Join us for a REMOTE conference called “Shift[Ed]: A Virtual Summit to Power Your Career”, which is scheduled for September 14th-18th. The goal of this conference is to support job-seekers through educational workshops and inspiring speaker sessions as they search to find work that matters to them.  This virtual conference is completely FREE and open to everyone. More details here.

  • Tips and Tricks for Personal Branding

September 15th, 10:00 a.m. PDT

This workshop will break down best practices for creating a personal brand, as well as strategies to effectively communicate your worth to employers and peers. Creating a strong professional brand allows you to confidently sell your skills and potential to land your next career move or achievement. Branding also allows you to become a thought leader and go-to in your specific role and industry. More details here.

  • Dance It Out

September 15th, 5:00 p.m. PDT

GROOV3 is a beginner level grooves class where the music plays the entire time. The choreography is broken down and simplified in an easy to follow format, making it more accessible to those at the start of their dance journey.  GROOV3 is for anyone who wants to feel good and provides a non-judgmental & supportive environment. Perfect for beginners and those wanting a challenge, this workshop will leave you feeling sweaty, refreshed and rejuvenated.  More details here.


Check out this passage I saved from a book I’m reading (and obsessed with), Adventures with AI: Age of Discovery by Rico Roho. For most of us, it probably hits a little too close to home when we think about our social media consumption. 

Now, a lot of people will say, “Well, then you should just get off social media. Problem solved.” 

The issue is that sometimes removing social media accounts altogether isn’t the easiest answer. For some people, social media is the best way to keep up with loved ones. For others, like the person who emailed me, social media is part of their job. They can’t just quit unless they’re ready to find a new line of work.

I’m in the same boat—I can’t just get rid of all my accounts. So, here’s what I’ve done:

  1. First, I’ve worked to become aware of how social media impacts my thinking. The first step is actually recognizing what’s going on. You probably won’t feel a reduction in critical thinking, even though the passage from the book mentions it as one of the impacts. So, that’s why step one is simply gaining awareness of the potential impacts of social media consumption.

  1. Then, I ask myself how I can increase my critical thinking skills to counteract those effects. For me, that means subscribing to social media accounts that make me think differently and actually consider what they say. I don’t only follow friends on social media; I can get any “updates” from them directly. I treat my social media as a learning tool, so any friends I follow are on there because they share interesting and different perspectives.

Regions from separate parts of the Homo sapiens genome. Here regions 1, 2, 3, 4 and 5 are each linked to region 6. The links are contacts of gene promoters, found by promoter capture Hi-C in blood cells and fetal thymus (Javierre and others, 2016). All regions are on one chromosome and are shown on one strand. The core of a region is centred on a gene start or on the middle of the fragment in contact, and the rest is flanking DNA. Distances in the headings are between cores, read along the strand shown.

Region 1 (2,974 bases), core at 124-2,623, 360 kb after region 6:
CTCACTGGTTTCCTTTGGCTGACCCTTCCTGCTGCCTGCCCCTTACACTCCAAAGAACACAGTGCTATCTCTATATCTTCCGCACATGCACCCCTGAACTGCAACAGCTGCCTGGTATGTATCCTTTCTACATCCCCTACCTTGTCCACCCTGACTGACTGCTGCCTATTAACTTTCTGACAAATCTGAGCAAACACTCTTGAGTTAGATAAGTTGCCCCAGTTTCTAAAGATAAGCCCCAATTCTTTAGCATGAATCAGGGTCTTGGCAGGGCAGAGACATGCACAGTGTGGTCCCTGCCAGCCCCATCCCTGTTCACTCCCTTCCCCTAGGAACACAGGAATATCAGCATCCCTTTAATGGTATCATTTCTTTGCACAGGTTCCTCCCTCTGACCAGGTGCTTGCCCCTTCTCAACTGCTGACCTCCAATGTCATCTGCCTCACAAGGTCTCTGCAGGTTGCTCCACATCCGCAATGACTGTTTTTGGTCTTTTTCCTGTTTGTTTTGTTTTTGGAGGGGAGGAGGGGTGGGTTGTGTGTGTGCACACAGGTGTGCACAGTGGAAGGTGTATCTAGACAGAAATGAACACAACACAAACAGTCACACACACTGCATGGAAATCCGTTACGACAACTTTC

1. Finally, I also try to counteract one of the worst aspects of social media—comparison and envy. When we see someone else living “the good life” on social media, our brains react with a fight or flight response. We either disengage or we get envious, which turns to misery when we think about how we stack up. So, I started a new habit for myself. Whenever I see someone living it up on social media, I repeat, “That’s so beautiful for them—they deserve it.” 

The trick here, in all of these steps, is to avoid passive consumption.

The mindless scrolling and constant search for the next funny or eye-catching post is what tends to get us in trouble. We don’t realize what we’re training our brains to do, but that doesn’t mean our brains aren’t learning. It turns out that the person who messaged me was actually doing a lot of critical thinking and evaluating while he was working. But a side-effect of being on it so much was that he was also doing a lot of passive consumption.  So I gave him the advice above and he’s been actively adjusting his “follows” on social media. This way, he’ll primarily get content from accounts he finds empowering in his personal time.

We are always learning, whether we realize it or not.  So it’s better to be a conscious consumer, and be intentional with our learning and how we use the tools around us.  After all, social media is simply a tool, and it’s up to us to use it effectively.

Ever since I became intentional about the accounts I follow on social media and the content I browse, I’ve actually connected with more like-minded people and learned more about my interests than I thought I would through social media.  I hope the tips above help you do the same.  

If you have any questions, or your own suggestions, feel free to simply reply to this email and write to me!

Stay safe,